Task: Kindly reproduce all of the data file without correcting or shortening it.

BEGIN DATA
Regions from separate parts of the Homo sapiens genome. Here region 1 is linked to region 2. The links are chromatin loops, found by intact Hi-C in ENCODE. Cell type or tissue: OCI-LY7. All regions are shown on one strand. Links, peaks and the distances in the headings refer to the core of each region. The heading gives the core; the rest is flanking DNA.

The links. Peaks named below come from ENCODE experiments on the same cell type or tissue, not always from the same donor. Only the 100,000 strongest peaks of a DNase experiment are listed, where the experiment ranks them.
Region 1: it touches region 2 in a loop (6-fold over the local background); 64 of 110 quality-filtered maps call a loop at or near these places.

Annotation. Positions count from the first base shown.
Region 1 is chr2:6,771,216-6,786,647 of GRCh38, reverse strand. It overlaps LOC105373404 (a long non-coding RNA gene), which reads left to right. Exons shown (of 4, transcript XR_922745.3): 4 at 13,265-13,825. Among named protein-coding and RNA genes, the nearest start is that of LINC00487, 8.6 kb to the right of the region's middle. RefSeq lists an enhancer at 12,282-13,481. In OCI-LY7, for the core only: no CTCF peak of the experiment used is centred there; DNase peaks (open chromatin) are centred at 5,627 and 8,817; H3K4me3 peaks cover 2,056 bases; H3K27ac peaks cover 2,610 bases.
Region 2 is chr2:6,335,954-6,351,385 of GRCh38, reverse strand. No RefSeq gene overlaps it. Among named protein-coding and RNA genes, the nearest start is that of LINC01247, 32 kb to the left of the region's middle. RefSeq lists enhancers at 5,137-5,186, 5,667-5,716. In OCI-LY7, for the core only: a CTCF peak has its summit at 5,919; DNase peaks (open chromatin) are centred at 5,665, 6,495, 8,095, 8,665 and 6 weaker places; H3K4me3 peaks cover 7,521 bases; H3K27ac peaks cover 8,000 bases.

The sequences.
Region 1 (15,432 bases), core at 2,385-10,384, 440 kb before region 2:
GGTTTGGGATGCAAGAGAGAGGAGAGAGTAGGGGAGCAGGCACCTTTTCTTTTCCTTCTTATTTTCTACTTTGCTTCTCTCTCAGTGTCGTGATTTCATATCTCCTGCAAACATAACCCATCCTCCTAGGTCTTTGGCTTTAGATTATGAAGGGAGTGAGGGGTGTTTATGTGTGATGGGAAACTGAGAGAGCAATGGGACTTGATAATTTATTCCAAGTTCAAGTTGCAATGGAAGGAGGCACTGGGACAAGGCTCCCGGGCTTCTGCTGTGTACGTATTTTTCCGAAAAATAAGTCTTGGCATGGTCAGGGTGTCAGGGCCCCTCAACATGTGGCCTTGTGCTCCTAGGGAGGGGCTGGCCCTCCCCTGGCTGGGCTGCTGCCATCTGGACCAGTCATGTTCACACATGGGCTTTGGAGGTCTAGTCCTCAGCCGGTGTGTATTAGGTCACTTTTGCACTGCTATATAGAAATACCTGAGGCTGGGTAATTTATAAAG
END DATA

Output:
Regions from separate parts of the Homo sapiens genome. Here region 1 is linked to region 2. The links are chromatin loops, found by intact Hi-C in ENCODE. Cell type or tissue: OCI-LY7. All regions are shown on one strand. Links, peaks and the distances in the headings refer to the core of each region. The heading gives the core; the rest is flanking DNA.

The links. Peaks named below come from ENCODE experiments on the same cell type or tissue, not always from the same donor. Only the 100,000 strongest peaks of a DNase experiment are listed, where the experiment ranks them.
Region 1: it touches region 2 in a loop (6-fold over the local background); 64 of 110 quality-filtered maps call a loop at or near these places.

Annotation. Positions count from the first base shown.
Region 1 is chr2:6,771,216-6,786,647 of GRCh38, reverse strand. It overlaps LOC105373404 (a long non-coding RNA gene), which reads left to right. Exons shown (of 4, transcript XR_922745.3): 4 at 13,265-13,825. Among named protein-coding and RNA genes, the nearest start is that of LINC00487, 8.6 kb to the right of the region's middle. RefSeq lists an enhancer at 12,282-13,481. In OCI-LY7, for the core only: no CTCF peak of the experiment used is centred there; DNase peaks (open chromatin) are centred at 5,627 and 8,817; H3K4me3 peaks cover 2,056 bases; H3K27ac peaks cover 2,610 bases.
Region 2 is chr2:6,335,954-6,351,385 of GRCh38, reverse strand. No RefSeq gene overlaps it. Among named protein-coding and RNA genes, the nearest start is that of LINC01247, 32 kb to the left of the region's middle. RefSeq lists enhancers at 5,137-5,186, 5,667-5,716. In OCI-LY7, for the core only: a CTCF peak has its summit at 5,919; DNase peaks (open chromatin) are centred at 5,665, 6,495, 8,095, 8,665 and 6 weaker places; H3K4me3 peaks cover 7,521 bases; H3K27ac peaks cover 8,000 bases.

The sequences.
Region 1 (15,432 bases), core at 2,385-10,384, 440 kb before region 2:
GGTTTGGGATGCAAGAGAGAGGAGAGAGTAGGGGAGCAGGCACCTTTTCTTTTCCTTCTTATTTTCTACTTTGCTTCTCTCTCAGTGTCGTGATTTCATATCTCCTGCAAACATAACCCATCCTCCTAGGTCTTTGGCTTTAGATTATGAAGGGAGTGAGGGGTGTTTATGTGTGATGGGAAACTGAGAGAGCAATGGGACTTGATAATTTATTCCAAGTTCAAGTTGCAATGGAAGGAGGCACTGGGACAAGGCTCCCGGGCTTCTGCTGTGTACGTATTTTTCCGAAAAATAAGTCTTGGCATGGTCAGGGTGTCAGGGCCCCTCAACATGTGGCCTTGTGCTCCTAGGGAGGGGCTGGCCCTCCCCTGGCTGGGCTGCTGCCATCTGGACCAGTCATGTTCACACATGGGCTTTGGAGGTCTAGTCCTCAGCCGGTGTGTATTAGGTCACTTTTGCACTGCTATATAGAAATACCTGAGGCTGGGTAATTTATAAAG